There are actually several potential ways to calculate the cost of inventory relative to the income statement:

1. What is costs a company to borrow money: right now in the mid-single digits for most firms.

2. The company's "cost of capital": this gets a bit trickier (going into something called weighted average cost of capital, for example), and basically means the return shareholders expect from the company's use of capital. Varies from company to company, but let's say in general it ranges from 8-12%.

3. Inventory carrying costs: interest costs or cost of capital plus all the other costs associated with inventory (storage, handling, obsolescence, insurance, taxes, shrink, etc.). Here, there is huge variation in the numbers companies use. Dr. Stephen Timme of Georgia Tech and FinListics argues persuasively that most companies underestimate true inventory carrying costs (more on this soon). Inventory carrying costs can certainly range well into double digits for many companies. As a note, in the CSCMP state of logistics model, inventory carrying costs for 2009 were calculated at about 19%, but that included all warehouse/distribution costs. But we will use that percent here for this example.

So, back to our example: if the company was pondering moves that would reduce inventories by $100 million, the estimate of what the return from an income/earnings perspective would be is not the $100 million in improved cash flow that would be achieved but instead that $100 million times some number of the CFO's choosing, roughly picking a number from the three categories above. So, we might say $5 million on the low end, and as much as $19 million give or take on the high end (using a 19% inventory carrying cost). That's the estimate. Would those increased profit dollars really show up on the income statement? That is often the key question, in part because the cost of capital part of inventory carrying costs is not an income statement item.

Still, supply chain financial consultant Gerry Marsh of High-Tech Analyst Group told me this week that "As you correctly point out, this $19 million savings will never be seen in the income statement because only some portion of the carrying costs represent a reduction in operating expense (which goes through the income statement). The capital reduction benefit goes through the cash flow statement. Nevertheless, converting the capital reduction benefit of $100 million into an annual benefit by multiplying it by an annual cost of capital figure is not unreasonable."

I will make two other quick points. First, the $100 million in inventory reduction will also improve other ratios of key interest to investors, notably return on assets and return on invested capital. You divide profits by assets and/or capital, and since the denominator in either case is now lower by $100 million, the percentage will improve.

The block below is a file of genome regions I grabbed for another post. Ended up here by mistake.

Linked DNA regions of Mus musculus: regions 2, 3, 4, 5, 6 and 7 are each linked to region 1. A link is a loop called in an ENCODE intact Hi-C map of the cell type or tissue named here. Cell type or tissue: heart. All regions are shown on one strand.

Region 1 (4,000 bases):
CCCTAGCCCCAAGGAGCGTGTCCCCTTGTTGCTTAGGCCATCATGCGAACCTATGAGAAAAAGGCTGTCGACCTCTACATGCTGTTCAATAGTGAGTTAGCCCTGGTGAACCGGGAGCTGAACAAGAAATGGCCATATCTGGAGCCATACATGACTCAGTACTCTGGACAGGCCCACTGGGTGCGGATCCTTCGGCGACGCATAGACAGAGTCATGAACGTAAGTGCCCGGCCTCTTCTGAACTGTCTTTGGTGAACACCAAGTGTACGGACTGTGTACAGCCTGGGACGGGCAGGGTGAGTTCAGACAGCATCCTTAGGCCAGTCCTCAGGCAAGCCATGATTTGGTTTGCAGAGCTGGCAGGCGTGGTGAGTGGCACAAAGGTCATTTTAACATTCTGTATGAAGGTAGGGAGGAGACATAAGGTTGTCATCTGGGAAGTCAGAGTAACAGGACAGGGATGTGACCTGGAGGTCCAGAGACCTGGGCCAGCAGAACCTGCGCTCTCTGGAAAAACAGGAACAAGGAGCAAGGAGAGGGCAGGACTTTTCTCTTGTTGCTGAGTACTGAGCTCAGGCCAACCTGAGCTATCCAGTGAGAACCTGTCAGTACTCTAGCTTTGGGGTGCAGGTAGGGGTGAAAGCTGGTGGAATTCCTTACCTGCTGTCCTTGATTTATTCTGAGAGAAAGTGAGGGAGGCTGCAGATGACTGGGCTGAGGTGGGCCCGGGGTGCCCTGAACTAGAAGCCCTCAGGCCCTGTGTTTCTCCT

Second, as we have noted before, Gerry Marsh has convinced me with his proprietary models that reducing inventory and improving cash flows has an positive impact on a company's valuation or stock price beyond just the impact lower inventory carrying costs will have on profits/earnings per share. He has demonstrated how the difference in share price for two companies with otherwise similar earnings and growth numbers can be explained by differences in cash flow. See our supply chain graphic of the week for more on this (it's very good).

Another way to look at this same issue is the "economic profit" of a firm, which gets into the whole "economic value add"/EVA model and such, measuring how much capital is required to generate profits, and this comes out somewhat similar to Marsh's view in the end.

I summarize this made up case study in the small table below.


Impact of Reducing Inventory on Company Financials

Financial Area

Financial Statements Affected


Original Average Inventory Level

Balance Sheet

$1 billion

Expected Reduction

Balance Sheet

$100 million (10%)

Impact on Working Capital

Balance Sheet, Cash Flow Statement

Reduction of $100 million

Impact  on Cash Flow

Cash Flow Statement

Increase of $100 million

Impact on Profits/Earnings:

Income Statement


Using Interest Cost Method (e.g., 5%)


$ 5 million (reduction in interest expense)

Using Cost of Capital Method (e.g. 9%)


$5 million (reduction in interest expense), plus possible imputed value of an extra $4 million

Using Inventory Carrying Cost Method (e.g., 19%)


$15 million (interest expense plus operational cost savings) plus possible imputed value of an extra $4 million

Hope this helped - and didn't put too many of you to sleep. Video on this next week.


Do you well understand these types of supply chain issues? Do most supply chain professionals understand them well? Is this kind of information useful? What would you change in whar we have presented? Let us know your thoughts at the Feedback button below.